Too hot in Charleston? Head for the islands

One of the first summers of my memory was spent shuttling between my grandmother's jungly backyard in Charleston and a breezy little cottage a dozen miles away at Folly Beach. The sand dunes, the amusement pier, the Dixie Cups we strung together as walkie-talkies are still warm memories.

Erosion and creeping modernity, alas, have spoiled Folly Beach, but if you want to escape steaming old Charleston in the summer, there are a number of other choices: Sullivans Island and Isle of Palms, just across the Cooper River Bridge; Seabrook and Kiawah, 15 to 20 miles south; Pawleys Island to the north, and the wilder and less accessible Bull, Dewees, and Capers Islands, homes of rare birds, alligators, and mosquitoes.

Right now, until June 7, a retreat to the Low Country shore may be a necessity. Spoleto Festival USA, opening its fifth year, is dominating Charleston, filling a two-week schedule with music, drama, dance, film, and mime and making hotel space scarce in the city.

Sullivans Island is the nearest and, for me, dearest of the neighboring islands. Beach erosion has taken a toll, but the blocks of slightly tacky summer houses with their screen porches and canopies of wisteria looked well preserved on my last visit. Some can be rented for anywhere from $200 to $950 a week through local real estate offices such as Island Realty, 1300 Ocean Boulevard, Isle of Palms, S. C. 29451.

Fort Moultrie, of local military and cultural importance, is pleasantly moldering on the near end of the island. Its National Park visitors center, a bright and upbeat exhibit across the road from the fort, tells of the poets and patriots who passed through. One was Edgar Allan Poe, who used the pseudonym E. A. Perry when he served in the late 1820s, reaching the rank of sergeant major despite a penchant for unsoldierly pranks. An ancient oak he used as the key to the short story "The Gold Bug" still spreads its gnarled arms on Sullivans Island.

Osceola, the great Seminole chief, was imprisoned at Fort Moultrie in 1838 and died before being sent to a Western reservation, indeed before the painter George Catlin arrived to paint his portrait. George C. Marshall, who was a World War II general of the army under President Roosevelt and secretary of state under President Truman, was a commanding officer at Fort Moultrie, saying on his farewell in 1933, "I am going places." From the ramparts you can see the American flag flying over Fort Sumter in Charleston Harbor, where the first shots of the Civil War were fired.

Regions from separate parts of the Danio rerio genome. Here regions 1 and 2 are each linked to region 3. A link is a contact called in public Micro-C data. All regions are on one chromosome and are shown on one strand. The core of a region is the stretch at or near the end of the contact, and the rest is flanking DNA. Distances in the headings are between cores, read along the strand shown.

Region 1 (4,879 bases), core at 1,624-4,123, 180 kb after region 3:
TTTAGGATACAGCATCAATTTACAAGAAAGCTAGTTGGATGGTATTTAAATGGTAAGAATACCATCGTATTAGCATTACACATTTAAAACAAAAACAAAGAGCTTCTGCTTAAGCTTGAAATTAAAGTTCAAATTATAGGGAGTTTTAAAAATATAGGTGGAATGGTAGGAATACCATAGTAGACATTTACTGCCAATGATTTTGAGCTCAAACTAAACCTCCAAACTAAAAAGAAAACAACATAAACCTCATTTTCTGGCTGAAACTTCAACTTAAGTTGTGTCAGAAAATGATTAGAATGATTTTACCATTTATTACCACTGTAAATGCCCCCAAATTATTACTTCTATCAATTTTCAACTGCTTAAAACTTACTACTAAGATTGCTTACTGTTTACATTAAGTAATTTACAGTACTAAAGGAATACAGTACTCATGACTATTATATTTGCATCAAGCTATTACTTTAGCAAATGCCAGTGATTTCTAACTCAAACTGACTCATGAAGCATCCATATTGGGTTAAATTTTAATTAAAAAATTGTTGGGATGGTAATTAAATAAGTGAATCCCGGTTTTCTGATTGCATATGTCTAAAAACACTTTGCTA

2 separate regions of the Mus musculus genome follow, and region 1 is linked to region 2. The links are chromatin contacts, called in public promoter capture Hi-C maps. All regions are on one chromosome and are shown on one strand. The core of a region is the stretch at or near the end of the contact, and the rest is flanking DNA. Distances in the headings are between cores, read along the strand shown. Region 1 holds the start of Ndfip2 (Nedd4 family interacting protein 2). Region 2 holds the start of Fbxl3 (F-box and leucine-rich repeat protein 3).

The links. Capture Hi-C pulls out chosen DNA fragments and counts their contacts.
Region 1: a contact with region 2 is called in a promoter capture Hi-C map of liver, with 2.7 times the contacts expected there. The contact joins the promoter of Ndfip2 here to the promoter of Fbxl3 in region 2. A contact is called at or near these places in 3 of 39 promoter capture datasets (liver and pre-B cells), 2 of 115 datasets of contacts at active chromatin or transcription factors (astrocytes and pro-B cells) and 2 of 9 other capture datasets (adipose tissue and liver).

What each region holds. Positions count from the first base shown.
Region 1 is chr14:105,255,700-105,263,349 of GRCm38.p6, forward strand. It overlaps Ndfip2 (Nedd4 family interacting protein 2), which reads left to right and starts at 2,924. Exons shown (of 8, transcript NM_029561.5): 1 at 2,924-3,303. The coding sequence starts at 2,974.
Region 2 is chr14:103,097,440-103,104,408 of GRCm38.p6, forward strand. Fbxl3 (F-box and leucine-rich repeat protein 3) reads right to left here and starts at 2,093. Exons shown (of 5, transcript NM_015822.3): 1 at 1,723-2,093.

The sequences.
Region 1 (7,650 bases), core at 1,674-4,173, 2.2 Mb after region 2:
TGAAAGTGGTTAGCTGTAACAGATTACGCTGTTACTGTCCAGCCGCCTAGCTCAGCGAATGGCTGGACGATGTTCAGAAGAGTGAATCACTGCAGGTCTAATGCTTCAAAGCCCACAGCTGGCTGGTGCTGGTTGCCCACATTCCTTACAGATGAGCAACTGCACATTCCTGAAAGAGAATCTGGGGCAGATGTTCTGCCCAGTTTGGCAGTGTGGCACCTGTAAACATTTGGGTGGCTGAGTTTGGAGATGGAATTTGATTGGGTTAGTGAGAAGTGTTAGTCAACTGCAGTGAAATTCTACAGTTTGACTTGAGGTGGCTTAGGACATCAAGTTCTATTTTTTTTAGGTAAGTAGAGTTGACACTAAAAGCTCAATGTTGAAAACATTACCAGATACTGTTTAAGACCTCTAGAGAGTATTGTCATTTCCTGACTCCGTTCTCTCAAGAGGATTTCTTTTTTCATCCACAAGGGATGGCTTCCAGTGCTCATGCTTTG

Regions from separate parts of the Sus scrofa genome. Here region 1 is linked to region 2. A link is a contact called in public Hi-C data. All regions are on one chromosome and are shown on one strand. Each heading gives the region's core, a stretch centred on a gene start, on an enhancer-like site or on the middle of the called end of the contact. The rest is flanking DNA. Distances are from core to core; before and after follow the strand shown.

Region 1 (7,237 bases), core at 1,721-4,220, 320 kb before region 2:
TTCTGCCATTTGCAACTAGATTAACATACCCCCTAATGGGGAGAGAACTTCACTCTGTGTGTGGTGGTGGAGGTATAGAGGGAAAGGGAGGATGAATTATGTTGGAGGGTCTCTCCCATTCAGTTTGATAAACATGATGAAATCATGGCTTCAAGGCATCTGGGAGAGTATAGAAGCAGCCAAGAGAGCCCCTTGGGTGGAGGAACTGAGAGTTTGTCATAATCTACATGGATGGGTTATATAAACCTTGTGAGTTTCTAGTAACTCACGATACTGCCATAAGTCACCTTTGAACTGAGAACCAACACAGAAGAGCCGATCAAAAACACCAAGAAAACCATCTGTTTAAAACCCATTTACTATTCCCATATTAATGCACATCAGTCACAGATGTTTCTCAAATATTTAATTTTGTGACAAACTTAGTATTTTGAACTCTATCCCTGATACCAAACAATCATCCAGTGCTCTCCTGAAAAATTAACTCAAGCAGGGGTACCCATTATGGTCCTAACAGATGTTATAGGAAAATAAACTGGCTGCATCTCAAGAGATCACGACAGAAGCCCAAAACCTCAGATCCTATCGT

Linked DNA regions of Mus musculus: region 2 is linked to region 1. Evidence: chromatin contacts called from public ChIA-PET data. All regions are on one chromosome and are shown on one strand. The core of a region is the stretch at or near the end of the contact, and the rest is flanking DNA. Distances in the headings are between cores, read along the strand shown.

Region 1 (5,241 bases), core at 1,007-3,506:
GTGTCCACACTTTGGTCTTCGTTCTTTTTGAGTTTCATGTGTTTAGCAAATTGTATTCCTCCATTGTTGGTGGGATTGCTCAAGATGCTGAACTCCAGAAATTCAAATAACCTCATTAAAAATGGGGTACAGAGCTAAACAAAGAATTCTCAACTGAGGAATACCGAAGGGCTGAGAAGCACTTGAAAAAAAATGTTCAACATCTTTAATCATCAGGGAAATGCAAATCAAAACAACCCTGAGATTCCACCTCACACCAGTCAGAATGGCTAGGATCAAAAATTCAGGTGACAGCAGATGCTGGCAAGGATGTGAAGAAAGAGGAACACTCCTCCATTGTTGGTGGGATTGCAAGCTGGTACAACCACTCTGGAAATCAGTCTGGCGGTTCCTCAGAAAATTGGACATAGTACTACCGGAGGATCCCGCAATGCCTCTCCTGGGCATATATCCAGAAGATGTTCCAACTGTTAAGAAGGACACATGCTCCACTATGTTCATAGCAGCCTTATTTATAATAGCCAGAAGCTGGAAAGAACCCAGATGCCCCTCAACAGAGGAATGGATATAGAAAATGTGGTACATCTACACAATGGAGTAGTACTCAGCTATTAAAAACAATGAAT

Isle of Palms, adjoined to Sullivans Island by a narrow bridge, has a long, fine-grained sand beach, motels and cottages for rent, and on the marshy, wooded far end of the island, a rambling new resort called the Beach and Racquet Club. The club has 10 Har-Tru courts (going up to 23), a smart little restaurant serving gumbos, she-crab soup, and other Low Country dishes, and a golf course with such stunning contours and ocean views that I was almost moved to take up the game myself.

Mount Pleasant, just across the bridge from Charleston, has most of the good eating in the Sullivans-Isle of Palms area. One spot I can vouch for is The Last Catch, a pleasant little cafe wedged between a Kentucky Fried Chicken and Burger King on Coleman Boulevard. This is a meeting of Charleston and Bombay, of catfish and curry, the chef being an East Indian named Dev. He produces an all-India night on Thursday and generally unites the local seafood bounty with his spicy sauces. Dinners run $7 to $9, rice and vegetable included.

The most active sea island in the neighborhood is Kiawah, a 20-mile drive from Charleston. Kiawah is spreading its fairways and condominiums (some say too widely) over the singing marshes and oak forests and along a gorgeous 10 -mile beach. The resort is being developed by the Kuwait Investment Company, but Arab signs are few. For fun, there are two golf courses, a well-landscaped 16-court tennis layout run by Roy Barth, jeep safaris into the tangled outback to see alligators, herons, and abandoned 18th-century plantation houses. Much of the same can be done on neighboring Seabrook Island, which also offers horseback riding on its 3 1/2-mile beach and forest trails.

Kiawah and Seabrook may look like Architectural Digest or Town & Country turf , but the genuine and somewhat eerie Low Country is all around. On an early summer evening I followed the signs to Rockville, an old river town 12 miles away on Wadmalaw Island. This is the home of the rousing Rockville Races, a summer speed-boat championship on the nearby river, but on an ordinary June night the big plantation-style houses are oddly silent behind mossy oaks. Suddenly a dog appears, yapping at my tires; I speed away, back through the moonlit fields of tomatoes, squash, corn, and cucumbers where sea island cotton once grew.

North of Charleston on the road to Pawleys Island (described in this column Aug. 5, 1980) a five-mile turnoff leads into Cape Romain National Wildlife Refuge, giving out finally at Moore's Landing. Six miles across the water lies Bull Island, a wild and forested refuge of the brown pelican. The Park Service ferry has stopped running, but sometimes you can hook a ride with a government or private boat. Dewees and Capers Islands are likewise remote and rewarding: no golf, no condos, no smart little restaurants, nothing. Believe it or not, they will probably stay that way.

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